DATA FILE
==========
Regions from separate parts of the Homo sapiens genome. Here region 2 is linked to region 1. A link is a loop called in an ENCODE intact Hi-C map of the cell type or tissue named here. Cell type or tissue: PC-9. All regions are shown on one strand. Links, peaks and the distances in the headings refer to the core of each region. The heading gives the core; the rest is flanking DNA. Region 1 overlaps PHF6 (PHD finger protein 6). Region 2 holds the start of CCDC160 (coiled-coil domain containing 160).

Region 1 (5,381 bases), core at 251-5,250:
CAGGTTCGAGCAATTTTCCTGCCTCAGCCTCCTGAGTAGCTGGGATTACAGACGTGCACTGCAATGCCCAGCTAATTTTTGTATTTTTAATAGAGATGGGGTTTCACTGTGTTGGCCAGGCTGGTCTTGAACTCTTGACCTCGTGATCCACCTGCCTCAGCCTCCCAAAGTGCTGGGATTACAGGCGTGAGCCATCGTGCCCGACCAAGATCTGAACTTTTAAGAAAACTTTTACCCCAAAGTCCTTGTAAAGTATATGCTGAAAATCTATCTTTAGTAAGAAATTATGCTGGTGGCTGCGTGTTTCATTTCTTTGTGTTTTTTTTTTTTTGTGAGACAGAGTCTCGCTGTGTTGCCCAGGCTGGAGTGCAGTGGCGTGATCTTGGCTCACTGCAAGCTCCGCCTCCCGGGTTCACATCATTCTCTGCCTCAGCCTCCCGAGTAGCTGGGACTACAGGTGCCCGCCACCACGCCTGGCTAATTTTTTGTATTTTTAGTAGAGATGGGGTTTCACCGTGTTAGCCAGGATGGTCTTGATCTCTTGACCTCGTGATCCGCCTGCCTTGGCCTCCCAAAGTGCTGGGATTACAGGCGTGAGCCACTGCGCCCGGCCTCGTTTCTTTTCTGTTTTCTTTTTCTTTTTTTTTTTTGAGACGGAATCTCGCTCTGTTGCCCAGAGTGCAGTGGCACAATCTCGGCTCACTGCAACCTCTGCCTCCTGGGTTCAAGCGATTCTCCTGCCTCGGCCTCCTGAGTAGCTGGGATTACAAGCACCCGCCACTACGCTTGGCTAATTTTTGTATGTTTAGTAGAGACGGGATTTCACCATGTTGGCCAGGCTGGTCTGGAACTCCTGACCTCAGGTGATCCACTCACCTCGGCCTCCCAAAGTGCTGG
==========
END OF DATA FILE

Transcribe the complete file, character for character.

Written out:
Regions from separate parts of the Homo sapiens genome. Here region 2 is linked to region 1. A link is a loop called in an ENCODE intact Hi-C map of the cell type or tissue named here. Cell type or tissue: PC-9. All regions are shown on one strand. Links, peaks and the distances in the headings refer to the core of each region. The heading gives the core; the rest is flanking DNA. Region 1 overlaps PHF6 (PHD finger protein 6). Region 2 holds the start of CCDC160 (coiled-coil domain containing 160).

Region 1 (5,381 bases), core at 251-5,250:
CAGGTTCGAGCAATTTTCCTGCCTCAGCCTCCTGAGTAGCTGGGATTACAGACGTGCACTGCAATGCCCAGCTAATTTTTGTATTTTTAATAGAGATGGGGTTTCACTGTGTTGGCCAGGCTGGTCTTGAACTCTTGACCTCGTGATCCACCTGCCTCAGCCTCCCAAAGTGCTGGGATTACAGGCGTGAGCCATCGTGCCCGACCAAGATCTGAACTTTTAAGAAAACTTTTACCCCAAAGTCCTTGTAAAGTATATGCTGAAAATCTATCTTTAGTAAGAAATTATGCTGGTGGCTGCGTGTTTCATTTCTTTGTGTTTTTTTTTTTTTGTGAGACAGAGTCTCGCTGTGTTGCCCAGGCTGGAGTGCAGTGGCGTGATCTTGGCTCACTGCAAGCTCCGCCTCCCGGGTTCACATCATTCTCTGCCTCAGCCTCCCGAGTAGCTGGGACTACAGGTGCCCGCCACCACGCCTGGCTAATTTTTTGTATTTTTAGTAGAGATGGGGTTTCACCGTGTTAGCCAGGATGGTCTTGATCTCTTGACCTCGTGATCCGCCTGCCTTGGCCTCCCAAAGTGCTGGGATTACAGGCGTGAGCCACTGCGCCCGGCCTCGTTTCTTTTCTGTTTTCTTTTTCTTTTTTTTTTTTGAGACGGAATCTCGCTCTGTTGCCCAGAGTGCAGTGGCACAATCTCGGCTCACTGCAACCTCTGCCTCCTGGGTTCAAGCGATTCTCCTGCCTCGGCCTCCTGAGTAGCTGGGATTACAAGCACCCGCCACTACGCTTGGCTAATTTTTGTATGTTTAGTAGAGACGGGATTTCACCATGTTGGCCAGGCTGGTCTGGAACTCCTGACCTCAGGTGATCCACTCACCTCGGCCTCCCAAAGTGCTGG